We’re still busy here with a lot of family stuff, so please accept my apologies for not having the daily news you’re all waiting for on the social media in a timely fashion. Next week, the situation will normalize. Until then, we still have news, news and more news for you.
Bashing monsters in the head is a lot of fun, there was never any doubt about that. But it’s even more fun to bash them in the head with something, and that’s the point of Combat Items in Mr. Card Game, the Kingdom of Loathing deck-building game. Some cards give you straight-up more damage, others have a damage type a monster may be vulnerable or immune to, and the third type stuns the monster, giving you time to draw more cards to use against it.
These guys have their hands in many pots. They’re making boardgames, deck-builders, CCGs and, now, a word game that is described as being somewhere between Apples to Apples and Dixit. In Word Whimsy, a Prompt Card gives the theme for the round, then all players use multiple word cards to create, for instance, a “Good Name for a Metal Band”, and the judge for the round picks the winner. That sounds like a lot of fun for us here in the Meeple Cave who enjoy Dixit and The World as I see it. But the announcement mentions the game being PG, so I’m already wondering how it will combine with the evil, evil, EVIL cards from Cards against Humanity. (via ICv2)
Fantasy Flight Games
Now that we know the three news teams in Blood Bowl Team Manager – Sudden Death, it might be a good time to look into the recently published rulebook to figure out what to do with them.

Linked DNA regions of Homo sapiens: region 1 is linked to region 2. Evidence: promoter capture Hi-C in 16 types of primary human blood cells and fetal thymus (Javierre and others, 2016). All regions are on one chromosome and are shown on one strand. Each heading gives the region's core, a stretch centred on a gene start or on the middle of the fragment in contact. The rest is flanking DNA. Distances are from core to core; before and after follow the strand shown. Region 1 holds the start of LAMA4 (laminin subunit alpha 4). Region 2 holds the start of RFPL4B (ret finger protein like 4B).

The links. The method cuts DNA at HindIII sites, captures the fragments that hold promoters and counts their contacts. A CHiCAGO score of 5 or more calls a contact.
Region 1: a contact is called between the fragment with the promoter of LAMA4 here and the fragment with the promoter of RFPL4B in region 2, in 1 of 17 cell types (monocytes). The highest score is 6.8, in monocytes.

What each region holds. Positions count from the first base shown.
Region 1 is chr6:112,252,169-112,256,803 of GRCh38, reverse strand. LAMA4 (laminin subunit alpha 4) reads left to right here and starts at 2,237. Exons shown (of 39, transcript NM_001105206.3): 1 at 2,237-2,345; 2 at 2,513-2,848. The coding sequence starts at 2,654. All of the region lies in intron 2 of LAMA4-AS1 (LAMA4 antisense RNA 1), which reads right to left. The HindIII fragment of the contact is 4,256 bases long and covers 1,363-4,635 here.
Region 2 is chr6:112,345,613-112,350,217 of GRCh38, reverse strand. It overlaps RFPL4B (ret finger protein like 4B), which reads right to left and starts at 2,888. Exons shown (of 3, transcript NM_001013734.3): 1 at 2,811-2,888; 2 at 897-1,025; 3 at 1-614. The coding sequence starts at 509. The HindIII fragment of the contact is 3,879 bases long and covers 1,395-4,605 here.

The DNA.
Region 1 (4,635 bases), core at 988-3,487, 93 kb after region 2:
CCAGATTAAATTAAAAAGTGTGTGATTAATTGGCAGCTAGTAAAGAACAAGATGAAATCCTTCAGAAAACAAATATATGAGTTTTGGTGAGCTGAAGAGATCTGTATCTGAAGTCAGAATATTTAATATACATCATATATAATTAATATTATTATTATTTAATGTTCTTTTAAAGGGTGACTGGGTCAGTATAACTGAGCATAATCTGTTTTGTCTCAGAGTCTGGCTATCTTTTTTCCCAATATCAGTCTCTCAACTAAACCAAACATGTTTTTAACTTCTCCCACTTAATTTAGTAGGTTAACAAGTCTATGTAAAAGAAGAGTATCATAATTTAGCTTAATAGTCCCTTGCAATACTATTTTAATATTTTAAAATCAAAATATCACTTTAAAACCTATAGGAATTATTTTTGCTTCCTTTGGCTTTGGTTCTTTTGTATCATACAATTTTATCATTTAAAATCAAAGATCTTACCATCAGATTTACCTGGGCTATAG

The small German publisher Franjos is looking at an interesting year. This week, they announced two coming projects. The first is a new release of Günter Burkhardt’s Kupferkessel Co. (not available in English, but translates to Copper Cauldron Inc. ), a game that received some honors back in 2002. In Kupferkessel Co., players walk around the outside of the magic ingredient shop, picking ingredients from the row you land on. But planning ahead is required as the card you pick dictates how far you may move on your next turn. Unlike the strictly two-player original, the new edition will support up to four players.
Also this year, announced is April, Franjos will start their first crowdfunding project on the German platform Startnext. (I have to admit that I’m losing track of the new crowdfunding platforms at this point). The game in question is, so far, unnamed, but is authored by Heinz-Georg Thiemann, known for his speculation and trading game Planet Steam. I’m very curious what he and Franjo will cook up together.
Both announcements together look like Franjo is looking to expand his business this year.
Ares Games / Gremlin Project
Galaxy Defenders, projected to launch on Kickstarter in April, is a cooperative effort from Ares Games as publisher and Gremlin Project as the design studio. It’s a cooperative, tactical miniature game by Nunzio Surace and Simone Romano in which up to five players, as agents with different special abilities, take on the alien menaces threatening Earth. The Aliens will be controlled individually by a card driven mechanism.
Catan / Kosmos